In a recent video with Lee Teschler, we go over three torque limiters from Mach III — a Kentucky-based manufacturer of stock and custom brakes, clutches, and torque limiters. The manufacturer can usually deliver custom designs within two days of obtaining application requirements. Mach III also meets or beats purchase-order ship dates 98% of the time. Catalog products ship in 2 to 5 weeks and custom in 3 to 6.
Recall that friction torque limiters transmit a set torque from the motor end of an axis to the driven-load end — and protect both from overload. Should torque exceed a set value, the torque limiter slips.
So let’s check out our first sample — a T2A2R-STL mechanical torque limiter … on which a sprocket, pulley, or sheave can mount. This is a spring-engaged design having low-coefficient friction discs. Minimum torque is 20 lb-in. and maximum torque (with 27% spring compression) is 200 lb-in. This one-pound torque limiter works on axes with speeds to 1,750 rpm.
Of course, torque limiters can integrate into motion systems in a few ways. We just considered one that accepts input via a sprocket-and-chain or pulley-and-belt assembly. Now let’s consider one for shaft-to-shaft mounting.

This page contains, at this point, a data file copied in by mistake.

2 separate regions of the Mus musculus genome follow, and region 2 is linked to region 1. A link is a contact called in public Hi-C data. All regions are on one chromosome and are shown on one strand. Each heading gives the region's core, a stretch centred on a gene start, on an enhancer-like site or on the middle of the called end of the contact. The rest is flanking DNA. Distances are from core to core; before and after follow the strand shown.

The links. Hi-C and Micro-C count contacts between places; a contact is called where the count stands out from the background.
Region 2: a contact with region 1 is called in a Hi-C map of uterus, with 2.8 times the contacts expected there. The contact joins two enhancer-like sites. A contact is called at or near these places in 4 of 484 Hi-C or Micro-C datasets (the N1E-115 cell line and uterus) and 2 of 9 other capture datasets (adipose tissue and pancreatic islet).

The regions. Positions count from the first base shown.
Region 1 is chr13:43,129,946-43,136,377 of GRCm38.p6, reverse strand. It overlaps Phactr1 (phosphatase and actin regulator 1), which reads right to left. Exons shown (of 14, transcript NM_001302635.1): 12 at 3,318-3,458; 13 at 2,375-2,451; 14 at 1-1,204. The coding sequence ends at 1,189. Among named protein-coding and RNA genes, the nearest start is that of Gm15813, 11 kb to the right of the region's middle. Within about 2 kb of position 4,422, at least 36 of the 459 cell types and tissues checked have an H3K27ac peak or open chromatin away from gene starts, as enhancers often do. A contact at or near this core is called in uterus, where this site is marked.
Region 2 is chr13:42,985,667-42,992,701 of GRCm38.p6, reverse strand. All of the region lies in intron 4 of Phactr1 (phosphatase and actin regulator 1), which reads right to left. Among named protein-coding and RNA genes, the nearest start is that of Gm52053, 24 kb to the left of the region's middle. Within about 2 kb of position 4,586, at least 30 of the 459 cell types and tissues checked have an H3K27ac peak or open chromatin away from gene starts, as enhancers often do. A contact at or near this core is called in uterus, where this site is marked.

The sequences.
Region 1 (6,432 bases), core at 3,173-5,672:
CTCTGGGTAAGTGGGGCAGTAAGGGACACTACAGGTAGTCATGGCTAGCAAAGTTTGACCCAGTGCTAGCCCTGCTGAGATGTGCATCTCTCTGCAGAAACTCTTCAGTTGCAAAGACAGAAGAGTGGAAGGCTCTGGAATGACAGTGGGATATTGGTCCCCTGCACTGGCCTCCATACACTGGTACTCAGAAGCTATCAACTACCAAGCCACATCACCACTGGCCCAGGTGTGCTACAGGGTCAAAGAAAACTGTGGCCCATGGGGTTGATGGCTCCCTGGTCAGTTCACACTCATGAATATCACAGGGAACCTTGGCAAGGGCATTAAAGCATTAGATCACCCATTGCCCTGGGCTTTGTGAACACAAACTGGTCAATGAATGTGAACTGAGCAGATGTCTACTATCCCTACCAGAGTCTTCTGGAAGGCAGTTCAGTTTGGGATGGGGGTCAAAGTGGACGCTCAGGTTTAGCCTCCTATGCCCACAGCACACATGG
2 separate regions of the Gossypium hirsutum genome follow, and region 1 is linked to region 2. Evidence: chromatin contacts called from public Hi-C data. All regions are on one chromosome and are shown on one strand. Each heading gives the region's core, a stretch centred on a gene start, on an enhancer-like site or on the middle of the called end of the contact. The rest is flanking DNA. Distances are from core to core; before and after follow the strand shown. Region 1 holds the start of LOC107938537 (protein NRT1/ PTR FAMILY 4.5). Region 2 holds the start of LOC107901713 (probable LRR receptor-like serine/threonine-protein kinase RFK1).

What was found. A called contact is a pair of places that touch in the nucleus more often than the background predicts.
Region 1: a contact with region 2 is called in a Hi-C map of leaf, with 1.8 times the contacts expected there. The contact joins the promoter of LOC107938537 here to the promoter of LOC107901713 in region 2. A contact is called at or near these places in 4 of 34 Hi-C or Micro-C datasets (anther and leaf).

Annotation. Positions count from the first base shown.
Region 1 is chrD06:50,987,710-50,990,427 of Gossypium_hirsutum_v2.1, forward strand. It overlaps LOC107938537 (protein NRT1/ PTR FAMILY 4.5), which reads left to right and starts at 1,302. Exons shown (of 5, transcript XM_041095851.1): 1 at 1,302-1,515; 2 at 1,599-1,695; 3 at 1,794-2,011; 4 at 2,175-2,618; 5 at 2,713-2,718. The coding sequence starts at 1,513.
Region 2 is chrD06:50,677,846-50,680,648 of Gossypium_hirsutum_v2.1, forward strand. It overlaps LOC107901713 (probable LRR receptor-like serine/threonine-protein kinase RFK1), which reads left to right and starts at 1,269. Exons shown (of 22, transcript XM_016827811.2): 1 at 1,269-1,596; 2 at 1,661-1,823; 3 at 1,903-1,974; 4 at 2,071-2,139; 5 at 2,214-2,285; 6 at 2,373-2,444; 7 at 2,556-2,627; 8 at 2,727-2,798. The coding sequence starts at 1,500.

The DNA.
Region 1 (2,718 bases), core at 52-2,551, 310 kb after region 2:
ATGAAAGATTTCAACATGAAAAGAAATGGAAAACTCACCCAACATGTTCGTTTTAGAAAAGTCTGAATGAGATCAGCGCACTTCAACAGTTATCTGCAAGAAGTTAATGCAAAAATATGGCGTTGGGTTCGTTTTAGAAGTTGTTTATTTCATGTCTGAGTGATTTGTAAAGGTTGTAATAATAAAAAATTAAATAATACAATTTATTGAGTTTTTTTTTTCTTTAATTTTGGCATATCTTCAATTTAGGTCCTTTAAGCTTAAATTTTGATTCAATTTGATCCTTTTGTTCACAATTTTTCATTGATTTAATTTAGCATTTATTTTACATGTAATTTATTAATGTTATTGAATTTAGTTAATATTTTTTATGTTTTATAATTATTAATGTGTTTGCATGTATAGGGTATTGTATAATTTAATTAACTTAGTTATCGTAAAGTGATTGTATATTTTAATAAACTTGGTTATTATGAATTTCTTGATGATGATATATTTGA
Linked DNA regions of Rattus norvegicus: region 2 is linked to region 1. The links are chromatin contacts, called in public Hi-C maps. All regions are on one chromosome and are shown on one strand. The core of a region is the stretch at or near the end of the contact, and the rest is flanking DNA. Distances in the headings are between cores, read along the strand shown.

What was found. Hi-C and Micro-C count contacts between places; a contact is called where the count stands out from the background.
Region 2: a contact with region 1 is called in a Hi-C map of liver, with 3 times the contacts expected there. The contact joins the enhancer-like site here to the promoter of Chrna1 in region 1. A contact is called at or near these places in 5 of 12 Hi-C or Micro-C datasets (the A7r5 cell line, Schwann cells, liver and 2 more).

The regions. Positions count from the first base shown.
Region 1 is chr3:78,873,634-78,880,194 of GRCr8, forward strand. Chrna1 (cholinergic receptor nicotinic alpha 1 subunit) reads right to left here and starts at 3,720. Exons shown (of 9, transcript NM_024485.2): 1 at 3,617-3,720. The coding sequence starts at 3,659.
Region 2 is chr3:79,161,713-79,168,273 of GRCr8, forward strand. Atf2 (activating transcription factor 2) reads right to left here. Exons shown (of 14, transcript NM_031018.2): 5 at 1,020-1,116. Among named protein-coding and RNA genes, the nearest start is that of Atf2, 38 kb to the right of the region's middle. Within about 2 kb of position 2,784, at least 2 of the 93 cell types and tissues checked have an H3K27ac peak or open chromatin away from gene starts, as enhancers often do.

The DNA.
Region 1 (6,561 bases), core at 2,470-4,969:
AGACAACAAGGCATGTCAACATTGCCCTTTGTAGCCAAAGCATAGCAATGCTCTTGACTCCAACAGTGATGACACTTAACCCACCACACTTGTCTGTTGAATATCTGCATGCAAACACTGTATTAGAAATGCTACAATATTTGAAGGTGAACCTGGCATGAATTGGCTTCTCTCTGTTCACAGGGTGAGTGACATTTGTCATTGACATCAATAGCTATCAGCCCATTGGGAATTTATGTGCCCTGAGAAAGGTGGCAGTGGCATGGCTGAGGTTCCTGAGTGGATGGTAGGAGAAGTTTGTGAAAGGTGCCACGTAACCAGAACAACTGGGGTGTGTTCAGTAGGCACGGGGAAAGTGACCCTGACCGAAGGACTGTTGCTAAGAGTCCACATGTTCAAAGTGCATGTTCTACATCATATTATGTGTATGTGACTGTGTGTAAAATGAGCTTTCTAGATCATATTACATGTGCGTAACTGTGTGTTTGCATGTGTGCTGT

The V2R2R-STL is a mechanical torque limiter with adapter sleeve. The latter necessitates simple but precision installation with a torque wrench and other tools … But these torque limiters usually ship with the specified torque value to within about 10%.
Our third and final sample here is a V2G2R-STL shaft-to-shaft mechanical torque limiter. It’s complete with rigid coupling. This is a spring-engaged unit capable of torque maximums of 20 to 200 lb-in. depending on the setting.
One caveat: All these torque limiters are for momentary events and will continue slipping until the jam or other overload source is cleared. That means designs employing these components must include some way to detect torque overloads.
For more information, visit machiii.com and motioncontroltips.com.
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